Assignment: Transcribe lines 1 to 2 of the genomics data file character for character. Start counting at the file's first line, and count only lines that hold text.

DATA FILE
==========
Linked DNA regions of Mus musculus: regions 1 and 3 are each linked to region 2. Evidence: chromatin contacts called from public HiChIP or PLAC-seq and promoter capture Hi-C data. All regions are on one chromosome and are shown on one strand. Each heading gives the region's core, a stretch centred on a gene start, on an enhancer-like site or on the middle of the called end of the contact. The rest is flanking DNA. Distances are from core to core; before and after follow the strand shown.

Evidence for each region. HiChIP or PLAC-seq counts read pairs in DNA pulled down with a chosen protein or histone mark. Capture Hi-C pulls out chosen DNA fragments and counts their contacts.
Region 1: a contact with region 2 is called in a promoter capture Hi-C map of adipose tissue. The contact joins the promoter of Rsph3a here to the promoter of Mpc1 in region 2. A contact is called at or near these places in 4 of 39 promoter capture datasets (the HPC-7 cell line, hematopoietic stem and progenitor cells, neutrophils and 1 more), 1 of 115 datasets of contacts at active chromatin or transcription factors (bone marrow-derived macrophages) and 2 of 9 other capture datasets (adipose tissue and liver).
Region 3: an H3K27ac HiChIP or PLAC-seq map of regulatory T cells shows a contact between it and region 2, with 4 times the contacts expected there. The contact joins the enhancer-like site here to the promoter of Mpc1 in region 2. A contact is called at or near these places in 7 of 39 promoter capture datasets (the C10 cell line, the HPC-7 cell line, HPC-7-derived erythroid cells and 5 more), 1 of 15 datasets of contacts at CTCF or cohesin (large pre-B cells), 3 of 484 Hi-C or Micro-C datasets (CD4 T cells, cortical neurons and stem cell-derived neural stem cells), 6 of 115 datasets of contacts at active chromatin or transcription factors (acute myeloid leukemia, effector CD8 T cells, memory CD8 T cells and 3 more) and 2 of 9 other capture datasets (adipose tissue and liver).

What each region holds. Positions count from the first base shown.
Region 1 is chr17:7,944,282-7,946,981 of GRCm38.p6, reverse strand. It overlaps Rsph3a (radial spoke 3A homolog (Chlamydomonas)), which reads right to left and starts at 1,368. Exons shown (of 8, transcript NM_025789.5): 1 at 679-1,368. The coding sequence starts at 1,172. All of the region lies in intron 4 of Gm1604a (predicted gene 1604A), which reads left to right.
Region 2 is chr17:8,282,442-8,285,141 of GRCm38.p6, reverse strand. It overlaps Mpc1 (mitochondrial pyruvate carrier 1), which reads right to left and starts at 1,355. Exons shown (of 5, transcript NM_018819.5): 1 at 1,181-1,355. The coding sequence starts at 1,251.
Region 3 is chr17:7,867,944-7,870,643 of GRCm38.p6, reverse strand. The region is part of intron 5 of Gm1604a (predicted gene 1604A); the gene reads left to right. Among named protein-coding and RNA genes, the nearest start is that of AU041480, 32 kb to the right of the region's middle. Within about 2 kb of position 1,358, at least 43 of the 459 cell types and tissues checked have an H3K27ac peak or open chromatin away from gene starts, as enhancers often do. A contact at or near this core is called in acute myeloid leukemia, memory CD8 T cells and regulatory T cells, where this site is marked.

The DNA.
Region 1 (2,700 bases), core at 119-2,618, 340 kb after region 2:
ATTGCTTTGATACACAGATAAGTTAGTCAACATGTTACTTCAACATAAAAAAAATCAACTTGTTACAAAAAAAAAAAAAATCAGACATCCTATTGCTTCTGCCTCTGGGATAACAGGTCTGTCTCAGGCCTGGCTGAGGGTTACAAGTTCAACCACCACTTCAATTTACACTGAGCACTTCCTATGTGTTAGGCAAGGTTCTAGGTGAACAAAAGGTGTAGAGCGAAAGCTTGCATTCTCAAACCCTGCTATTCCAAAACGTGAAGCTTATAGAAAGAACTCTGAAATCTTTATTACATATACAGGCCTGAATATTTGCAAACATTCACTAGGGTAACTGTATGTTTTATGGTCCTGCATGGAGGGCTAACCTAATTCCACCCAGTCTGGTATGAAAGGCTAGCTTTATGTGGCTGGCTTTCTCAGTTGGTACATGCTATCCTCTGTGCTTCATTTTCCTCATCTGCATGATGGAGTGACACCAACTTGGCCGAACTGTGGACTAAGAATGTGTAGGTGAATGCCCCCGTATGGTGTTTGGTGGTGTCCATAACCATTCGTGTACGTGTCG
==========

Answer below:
Linked DNA regions of Mus musculus: regions 1 and 3 are each linked to region 2. Evidence: chromatin contacts called from public HiChIP or PLAC-seq and promoter capture Hi-C data. All regions are on one chromosome and are shown on one strand. Each heading gives the region's core, a stretch centred on a gene start, on an enhancer-like site or on the middle of the called end of the contact. The rest is flanking DNA. Distances are from core to core; before and after follow the strand shown.

Evidence for each region. HiChIP or PLAC-seq counts read pairs in DNA pulled down with a chosen protein or histone mark. Capture Hi-C pulls out chosen DNA fragments and counts their contacts.